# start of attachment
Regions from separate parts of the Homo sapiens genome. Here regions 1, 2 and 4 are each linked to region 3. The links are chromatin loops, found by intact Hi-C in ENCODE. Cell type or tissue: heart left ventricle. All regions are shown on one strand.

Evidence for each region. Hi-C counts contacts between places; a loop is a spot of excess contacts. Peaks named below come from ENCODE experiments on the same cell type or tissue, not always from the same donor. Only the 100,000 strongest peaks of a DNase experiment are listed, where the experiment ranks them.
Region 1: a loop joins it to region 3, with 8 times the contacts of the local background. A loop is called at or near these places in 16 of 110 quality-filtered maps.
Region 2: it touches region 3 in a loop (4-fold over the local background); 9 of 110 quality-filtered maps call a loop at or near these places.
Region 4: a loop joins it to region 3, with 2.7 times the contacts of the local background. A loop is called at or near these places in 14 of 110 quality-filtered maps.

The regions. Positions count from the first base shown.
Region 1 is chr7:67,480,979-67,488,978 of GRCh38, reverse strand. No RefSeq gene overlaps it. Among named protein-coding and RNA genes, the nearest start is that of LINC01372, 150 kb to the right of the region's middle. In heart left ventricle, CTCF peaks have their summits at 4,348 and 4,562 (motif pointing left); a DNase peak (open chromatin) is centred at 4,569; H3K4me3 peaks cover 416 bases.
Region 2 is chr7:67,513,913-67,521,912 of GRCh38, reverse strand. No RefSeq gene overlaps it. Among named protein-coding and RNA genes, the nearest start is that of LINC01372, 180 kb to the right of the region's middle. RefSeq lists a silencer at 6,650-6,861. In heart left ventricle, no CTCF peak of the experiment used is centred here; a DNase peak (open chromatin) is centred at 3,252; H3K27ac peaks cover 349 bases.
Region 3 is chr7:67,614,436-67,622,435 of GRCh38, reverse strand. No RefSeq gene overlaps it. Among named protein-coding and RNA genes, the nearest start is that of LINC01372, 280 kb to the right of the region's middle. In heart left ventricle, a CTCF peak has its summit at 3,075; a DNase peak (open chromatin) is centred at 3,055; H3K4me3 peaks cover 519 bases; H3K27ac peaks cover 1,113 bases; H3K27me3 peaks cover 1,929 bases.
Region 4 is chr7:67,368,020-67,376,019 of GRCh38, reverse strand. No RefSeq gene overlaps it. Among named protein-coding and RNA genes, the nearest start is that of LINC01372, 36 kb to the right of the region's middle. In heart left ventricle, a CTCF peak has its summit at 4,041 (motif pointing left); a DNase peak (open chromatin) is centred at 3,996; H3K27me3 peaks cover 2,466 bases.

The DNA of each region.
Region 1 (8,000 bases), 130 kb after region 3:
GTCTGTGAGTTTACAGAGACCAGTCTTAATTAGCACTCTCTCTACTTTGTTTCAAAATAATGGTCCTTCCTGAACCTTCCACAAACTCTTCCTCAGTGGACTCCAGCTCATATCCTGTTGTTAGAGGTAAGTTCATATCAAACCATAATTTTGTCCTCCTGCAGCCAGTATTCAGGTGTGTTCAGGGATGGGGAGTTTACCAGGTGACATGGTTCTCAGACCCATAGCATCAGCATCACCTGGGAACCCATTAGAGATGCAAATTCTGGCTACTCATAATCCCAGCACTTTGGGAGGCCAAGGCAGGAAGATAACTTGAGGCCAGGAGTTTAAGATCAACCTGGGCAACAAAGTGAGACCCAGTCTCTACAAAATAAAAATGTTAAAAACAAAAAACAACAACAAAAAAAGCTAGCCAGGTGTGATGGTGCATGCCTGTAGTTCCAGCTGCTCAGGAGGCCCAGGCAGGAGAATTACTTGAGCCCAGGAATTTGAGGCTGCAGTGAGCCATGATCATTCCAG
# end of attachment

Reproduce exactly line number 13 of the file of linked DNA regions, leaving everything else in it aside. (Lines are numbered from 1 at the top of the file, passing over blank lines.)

GTCTGTGAGTTTACAGAGACCAGTCTTAATTAGCACTCTCTCTACTTTGTTTCAAAATAATGGTCCTTCCTGAACCTTCCACAAACTCTTCCTCAGTGGACTCCAGCTCATATCCTGTTGTTAGAGGTAAGTTCATATCAAACCATAATTTTGTCCTCCTGCAGCCAGTATTCAGGTGTGTTCAGGGATGGGGAGTTTACCAGGTGACATGGTTCTCAGACCCATAGCATCAGCATCACCTGGGAACCCATTAGAGATGCAAATTCTGGCTACTCATAATCCCAGCACTTTGGGAGGCCAAGGCAGGAAGATAACTTGAGGCCAGGAGTTTAAGATCAACCTGGGCAACAAAGTGAGACCCAGTCTCTACAAAATAAAAATGTTAAAAACAAAAAACAACAACAAAAAAAGCTAGCCAGGTGTGATGGTGCATGCCTGTAGTTCCAGCTGCTCAGGAGGCCCAGGCAGGAGAATTACTTGAGCCCAGGAATTTGAGGCTGCAGTGAGCCATGATCATTCCAG